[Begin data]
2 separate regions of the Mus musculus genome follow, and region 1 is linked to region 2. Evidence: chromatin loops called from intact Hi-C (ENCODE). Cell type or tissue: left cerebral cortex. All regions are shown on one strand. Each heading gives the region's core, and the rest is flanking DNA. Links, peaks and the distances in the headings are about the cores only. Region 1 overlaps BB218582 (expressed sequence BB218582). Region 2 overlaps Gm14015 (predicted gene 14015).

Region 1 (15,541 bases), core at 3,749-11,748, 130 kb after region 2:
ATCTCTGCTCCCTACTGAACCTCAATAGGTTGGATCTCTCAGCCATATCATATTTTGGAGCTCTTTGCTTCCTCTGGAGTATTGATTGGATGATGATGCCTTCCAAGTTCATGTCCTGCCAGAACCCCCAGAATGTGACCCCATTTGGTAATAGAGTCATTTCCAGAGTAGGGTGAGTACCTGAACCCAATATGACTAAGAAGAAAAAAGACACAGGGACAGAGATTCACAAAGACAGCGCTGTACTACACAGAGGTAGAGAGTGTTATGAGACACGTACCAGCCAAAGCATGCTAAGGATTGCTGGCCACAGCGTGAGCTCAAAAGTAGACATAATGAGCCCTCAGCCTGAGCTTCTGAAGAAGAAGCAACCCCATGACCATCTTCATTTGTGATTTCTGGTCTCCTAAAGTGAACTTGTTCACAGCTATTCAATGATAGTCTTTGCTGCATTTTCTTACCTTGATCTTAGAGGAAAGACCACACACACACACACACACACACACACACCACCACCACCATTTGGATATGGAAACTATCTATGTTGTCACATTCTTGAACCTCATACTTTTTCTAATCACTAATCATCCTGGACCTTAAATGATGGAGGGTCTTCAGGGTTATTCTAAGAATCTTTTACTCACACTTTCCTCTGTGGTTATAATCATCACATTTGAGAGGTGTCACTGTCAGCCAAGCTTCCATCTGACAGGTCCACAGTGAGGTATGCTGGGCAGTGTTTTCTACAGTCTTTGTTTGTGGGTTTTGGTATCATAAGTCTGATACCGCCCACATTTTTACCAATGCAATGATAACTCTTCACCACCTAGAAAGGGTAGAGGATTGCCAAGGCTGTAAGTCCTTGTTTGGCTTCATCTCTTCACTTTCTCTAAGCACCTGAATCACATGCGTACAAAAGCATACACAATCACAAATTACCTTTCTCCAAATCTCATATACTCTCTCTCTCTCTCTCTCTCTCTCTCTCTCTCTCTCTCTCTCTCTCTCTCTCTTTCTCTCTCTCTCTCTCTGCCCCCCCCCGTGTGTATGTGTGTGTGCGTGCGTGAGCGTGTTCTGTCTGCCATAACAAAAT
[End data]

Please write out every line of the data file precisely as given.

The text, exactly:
2 separate regions of the Mus musculus genome follow, and region 1 is linked to region 2. Evidence: chromatin loops called from intact Hi-C (ENCODE). Cell type or tissue: left cerebral cortex. All regions are shown on one strand. Each heading gives the region's core, and the rest is flanking DNA. Links, peaks and the distances in the headings are about the cores only. Region 1 overlaps BB218582 (expressed sequence BB218582). Region 2 overlaps Gm14015 (predicted gene 14015).

Region 1 (15,541 bases), core at 3,749-11,748, 130 kb after region 2:
ATCTCTGCTCCCTACTGAACCTCAATAGGTTGGATCTCTCAGCCATATCATATTTTGGAGCTCTTTGCTTCCTCTGGAGTATTGATTGGATGATGATGCCTTCCAAGTTCATGTCCTGCCAGAACCCCCAGAATGTGACCCCATTTGGTAATAGAGTCATTTCCAGAGTAGGGTGAGTACCTGAACCCAATATGACTAAGAAGAAAAAAGACACAGGGACAGAGATTCACAAAGACAGCGCTGTACTACACAGAGGTAGAGAGTGTTATGAGACACGTACCAGCCAAAGCATGCTAAGGATTGCTGGCCACAGCGTGAGCTCAAAAGTAGACATAATGAGCCCTCAGCCTGAGCTTCTGAAGAAGAAGCAACCCCATGACCATCTTCATTTGTGATTTCTGGTCTCCTAAAGTGAACTTGTTCACAGCTATTCAATGATAGTCTTTGCTGCATTTTCTTACCTTGATCTTAGAGGAAAGACCACACACACACACACACACACACACACACCACCACCACCATTTGGATATGGAAACTATCTATGTTGTCACATTCTTGAACCTCATACTTTTTCTAATCACTAATCATCCTGGACCTTAAATGATGGAGGGTCTTCAGGGTTATTCTAAGAATCTTTTACTCACACTTTCCTCTGTGGTTATAATCATCACATTTGAGAGGTGTCACTGTCAGCCAAGCTTCCATCTGACAGGTCCACAGTGAGGTATGCTGGGCAGTGTTTTCTACAGTCTTTGTTTGTGGGTTTTGGTATCATAAGTCTGATACCGCCCACATTTTTACCAATGCAATGATAACTCTTCACCACCTAGAAAGGGTAGAGGATTGCCAAGGCTGTAAGTCCTTGTTTGGCTTCATCTCTTCACTTTCTCTAAGCACCTGAATCACATGCGTACAAAAGCATACACAATCACAAATTACCTTTCTCCAAATCTCATATACTCTCTCTCTCTCTCTCTCTCTCTCTCTCTCTCTCTCTCTCTCTCTCTCTCTCTTTCTCTCTCTCTCTCTCTGCCCCCCCCCGTGTGTATGTGTGTGTGCGTGCGTGAGCGTGTTCTGTCTGCCATAACAAAAT